Turn on an international football game and you’ll like see goal-line technology in action, though you might not realize it. The process aims to remove much of the human error from the game by automatically tracking the position of the ball to see if it has crossed the goal line and scored a goal. How does this innovative technology work?
In essence, goal-line technology usesfrom multiple sources to track the path of the ball and detect when it completely crosses the goal line. In most cases it is fairly easy to see if a goal has been scored, but fast-paced plays, rebounds, and saves can make it hard for referees to make a decision by eye—that’s where goal-line technology comes in. Since 2012, FIFA and the International Football Association Board (IFAB) have approved the use of certain systems in official games. Certified installers must verify their systems using a special test, which takes into consideration the many variables in each stadium, such as lighting, climate, and architecture. Because goal-line technology is expensive to install and maintain, it is currently only used at the highest level of the game, including in top European leagues and the Men’s and Women’s World Cups.
One common method for tracking the ball is to use camera technology. Hawk-Eye, the first ball-tracking technology in action, uses cameras to triangulate and track the ball’s location. With seven cameras pointed at each goal, Hawk-Eye can still be effective even if a few of the cameras are blocked. This program has been used in cricket and tennis and throughout the Premier League. Another option is GoalControl, which was. It uses 14 high-speed cameras mounted throughout the stadium to track the flight of the ball and to see if it crosses the goal line. that use camera tracking programs either use Hawk-Eye or GoalControl. Some technology, like Goalminder, uses cameras embedded in the goal posts and crossbar.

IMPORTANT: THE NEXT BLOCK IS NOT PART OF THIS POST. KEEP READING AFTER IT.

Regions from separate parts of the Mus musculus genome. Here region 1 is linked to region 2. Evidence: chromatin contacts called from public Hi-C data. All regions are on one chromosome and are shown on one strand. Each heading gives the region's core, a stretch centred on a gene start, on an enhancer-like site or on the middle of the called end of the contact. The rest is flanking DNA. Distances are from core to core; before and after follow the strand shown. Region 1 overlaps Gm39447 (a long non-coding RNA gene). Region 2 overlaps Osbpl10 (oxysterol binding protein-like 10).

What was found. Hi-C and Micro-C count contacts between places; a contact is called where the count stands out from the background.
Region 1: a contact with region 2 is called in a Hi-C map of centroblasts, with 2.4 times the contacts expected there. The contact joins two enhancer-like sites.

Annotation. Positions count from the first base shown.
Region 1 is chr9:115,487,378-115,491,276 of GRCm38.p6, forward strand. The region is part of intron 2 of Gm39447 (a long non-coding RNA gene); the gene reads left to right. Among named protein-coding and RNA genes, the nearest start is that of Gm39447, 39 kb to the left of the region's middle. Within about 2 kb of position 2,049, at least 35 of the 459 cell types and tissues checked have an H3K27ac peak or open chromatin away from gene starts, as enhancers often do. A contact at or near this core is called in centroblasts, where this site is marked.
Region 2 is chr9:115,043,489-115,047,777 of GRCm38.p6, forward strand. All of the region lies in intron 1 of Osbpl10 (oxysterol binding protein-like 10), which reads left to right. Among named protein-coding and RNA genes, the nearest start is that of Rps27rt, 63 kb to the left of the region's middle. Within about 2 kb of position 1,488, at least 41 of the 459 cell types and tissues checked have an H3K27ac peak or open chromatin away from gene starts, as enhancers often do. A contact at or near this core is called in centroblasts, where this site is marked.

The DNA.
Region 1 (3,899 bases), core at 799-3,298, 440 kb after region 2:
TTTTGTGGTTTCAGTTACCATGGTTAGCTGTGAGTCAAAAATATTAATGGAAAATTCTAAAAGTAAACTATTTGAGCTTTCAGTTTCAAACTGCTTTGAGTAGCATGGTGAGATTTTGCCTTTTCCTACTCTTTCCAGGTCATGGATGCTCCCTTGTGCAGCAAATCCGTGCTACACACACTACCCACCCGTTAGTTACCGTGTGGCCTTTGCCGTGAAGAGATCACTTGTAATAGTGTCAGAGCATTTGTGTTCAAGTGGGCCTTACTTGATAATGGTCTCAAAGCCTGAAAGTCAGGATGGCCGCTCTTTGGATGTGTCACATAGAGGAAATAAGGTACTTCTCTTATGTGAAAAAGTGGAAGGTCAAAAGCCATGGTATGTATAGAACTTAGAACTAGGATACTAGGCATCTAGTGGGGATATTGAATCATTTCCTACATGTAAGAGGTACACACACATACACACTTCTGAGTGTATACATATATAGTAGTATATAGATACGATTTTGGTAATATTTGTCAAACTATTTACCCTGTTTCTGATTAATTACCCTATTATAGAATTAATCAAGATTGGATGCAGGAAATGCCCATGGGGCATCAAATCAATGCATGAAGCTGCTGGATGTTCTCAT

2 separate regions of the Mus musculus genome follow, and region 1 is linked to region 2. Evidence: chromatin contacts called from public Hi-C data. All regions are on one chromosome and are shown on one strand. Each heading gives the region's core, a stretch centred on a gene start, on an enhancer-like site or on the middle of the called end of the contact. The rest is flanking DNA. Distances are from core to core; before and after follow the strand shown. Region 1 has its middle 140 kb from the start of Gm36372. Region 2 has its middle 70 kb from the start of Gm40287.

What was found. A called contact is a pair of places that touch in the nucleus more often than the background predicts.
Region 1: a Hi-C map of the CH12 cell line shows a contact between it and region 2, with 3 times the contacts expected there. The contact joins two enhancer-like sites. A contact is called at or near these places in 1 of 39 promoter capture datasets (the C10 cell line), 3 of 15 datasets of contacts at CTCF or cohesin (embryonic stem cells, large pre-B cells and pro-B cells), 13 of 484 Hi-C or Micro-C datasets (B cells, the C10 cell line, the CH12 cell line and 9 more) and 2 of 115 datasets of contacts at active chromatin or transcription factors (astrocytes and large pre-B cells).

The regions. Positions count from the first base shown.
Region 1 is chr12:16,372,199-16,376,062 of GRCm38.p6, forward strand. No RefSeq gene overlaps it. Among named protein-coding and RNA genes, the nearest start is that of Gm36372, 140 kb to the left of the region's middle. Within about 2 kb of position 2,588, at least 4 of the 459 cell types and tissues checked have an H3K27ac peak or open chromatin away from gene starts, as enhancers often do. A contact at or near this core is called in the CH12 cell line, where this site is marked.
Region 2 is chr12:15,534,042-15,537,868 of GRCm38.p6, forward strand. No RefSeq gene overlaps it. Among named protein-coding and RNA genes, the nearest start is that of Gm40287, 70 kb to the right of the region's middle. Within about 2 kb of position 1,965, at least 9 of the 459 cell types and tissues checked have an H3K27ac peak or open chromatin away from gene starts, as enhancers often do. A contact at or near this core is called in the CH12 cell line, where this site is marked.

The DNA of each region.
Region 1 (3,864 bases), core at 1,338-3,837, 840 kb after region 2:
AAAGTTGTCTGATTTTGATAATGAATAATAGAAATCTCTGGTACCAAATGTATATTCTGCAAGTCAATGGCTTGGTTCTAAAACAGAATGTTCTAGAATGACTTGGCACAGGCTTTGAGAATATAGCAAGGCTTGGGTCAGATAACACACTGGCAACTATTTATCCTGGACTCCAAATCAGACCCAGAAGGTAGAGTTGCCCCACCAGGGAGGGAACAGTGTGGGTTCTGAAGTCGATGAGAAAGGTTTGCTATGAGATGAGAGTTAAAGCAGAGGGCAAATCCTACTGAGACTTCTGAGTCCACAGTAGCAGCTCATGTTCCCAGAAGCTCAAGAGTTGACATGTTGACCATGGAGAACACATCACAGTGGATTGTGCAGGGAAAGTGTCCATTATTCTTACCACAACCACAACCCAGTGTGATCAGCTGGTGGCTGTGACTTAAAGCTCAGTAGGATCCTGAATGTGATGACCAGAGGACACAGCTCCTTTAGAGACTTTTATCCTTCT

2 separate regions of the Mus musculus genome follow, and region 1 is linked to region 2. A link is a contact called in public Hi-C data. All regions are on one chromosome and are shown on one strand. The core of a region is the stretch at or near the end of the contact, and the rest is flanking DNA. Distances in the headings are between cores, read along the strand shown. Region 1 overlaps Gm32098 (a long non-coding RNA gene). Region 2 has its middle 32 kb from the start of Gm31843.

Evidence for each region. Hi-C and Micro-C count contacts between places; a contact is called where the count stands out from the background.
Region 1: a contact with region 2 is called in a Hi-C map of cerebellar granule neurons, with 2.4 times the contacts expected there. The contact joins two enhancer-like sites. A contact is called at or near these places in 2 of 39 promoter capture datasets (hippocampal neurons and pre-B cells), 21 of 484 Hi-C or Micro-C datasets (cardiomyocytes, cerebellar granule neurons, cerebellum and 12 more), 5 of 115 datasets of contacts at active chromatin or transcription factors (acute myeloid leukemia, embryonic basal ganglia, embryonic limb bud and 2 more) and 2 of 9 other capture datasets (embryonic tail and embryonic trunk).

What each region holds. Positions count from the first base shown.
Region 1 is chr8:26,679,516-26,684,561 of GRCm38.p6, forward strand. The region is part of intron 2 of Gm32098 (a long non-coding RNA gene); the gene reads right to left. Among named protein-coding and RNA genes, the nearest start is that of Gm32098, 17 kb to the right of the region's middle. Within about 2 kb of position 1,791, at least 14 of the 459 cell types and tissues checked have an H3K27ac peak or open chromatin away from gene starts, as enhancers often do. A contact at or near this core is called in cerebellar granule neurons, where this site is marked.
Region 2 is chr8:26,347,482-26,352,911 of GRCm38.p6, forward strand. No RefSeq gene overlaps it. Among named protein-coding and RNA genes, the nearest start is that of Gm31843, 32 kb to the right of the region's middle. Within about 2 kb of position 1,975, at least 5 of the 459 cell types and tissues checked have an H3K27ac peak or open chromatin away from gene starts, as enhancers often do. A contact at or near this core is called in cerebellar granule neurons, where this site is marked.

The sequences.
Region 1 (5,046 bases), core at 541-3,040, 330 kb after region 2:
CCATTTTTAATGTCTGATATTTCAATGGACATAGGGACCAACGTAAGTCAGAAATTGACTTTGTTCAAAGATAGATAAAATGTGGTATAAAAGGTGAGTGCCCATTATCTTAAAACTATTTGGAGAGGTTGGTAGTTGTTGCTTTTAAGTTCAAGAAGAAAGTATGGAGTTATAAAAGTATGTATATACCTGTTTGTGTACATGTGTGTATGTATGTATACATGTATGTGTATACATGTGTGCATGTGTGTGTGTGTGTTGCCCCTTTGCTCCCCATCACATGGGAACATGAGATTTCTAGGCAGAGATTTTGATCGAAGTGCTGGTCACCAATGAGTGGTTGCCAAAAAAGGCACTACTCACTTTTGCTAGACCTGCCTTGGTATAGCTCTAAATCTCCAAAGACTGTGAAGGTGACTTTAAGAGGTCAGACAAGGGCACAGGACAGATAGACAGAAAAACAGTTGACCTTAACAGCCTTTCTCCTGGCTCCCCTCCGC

Another wave of technology relies not on cameras by on a magnetic field of wires installed underneath the goal area. With the Cairos GLT system, a sensor is placed inside the ball that can detect the magnetic field created by a series of wires running underneath the penalty box. The sensor communicates with a computer program to track the ball’s location and when it crosses the goal line. Another program, GoalRef, uses a similar magnetic field but uses sensors in the goal frame instead of the ball to determine a ball’s location within the goal.
With most systems, the decision ultimately comes down to the referee to determine whether or not a goal has been scored. In most cases, referees get an encrypted alert on their watches within a second of the goal line being crossed.class="Body">Controversies
Although goal line technology helps remove some degree of human error, it isn’t a perfect system and has faced some controversy. In the 2014 World Cup group-stage game between France and Honduras, the referees received two alerts about possible goal-line crossings; the first when the ball had just crossed the line, and the referee gave a goal to France. Another alert showed the ball cross the goal line only after hitting the goal keeper, which greatly confused coaches and media commentators. In response to the game, FIFA issued a statement saying it would review how the technology affected the game to see if things needed to be changed to create a better and less confusing experience for fans and coaches in the future.
Goal-line technology has received criticism, including from top FIFA officials, for removing much of the human element from the game. While other sports have changed their rules of play based on new technology, football has long prided itself on staying true to its roots. Goal-line technology has yet to be used in the American MLS, largely because of the high installation costs and the per-game usage costs.
Goal-line technology aims to make football a more objective sport and seems to be having good success so far. With an understanding of how this technology works, fans can better relax and enjoy the action between their favorite teams.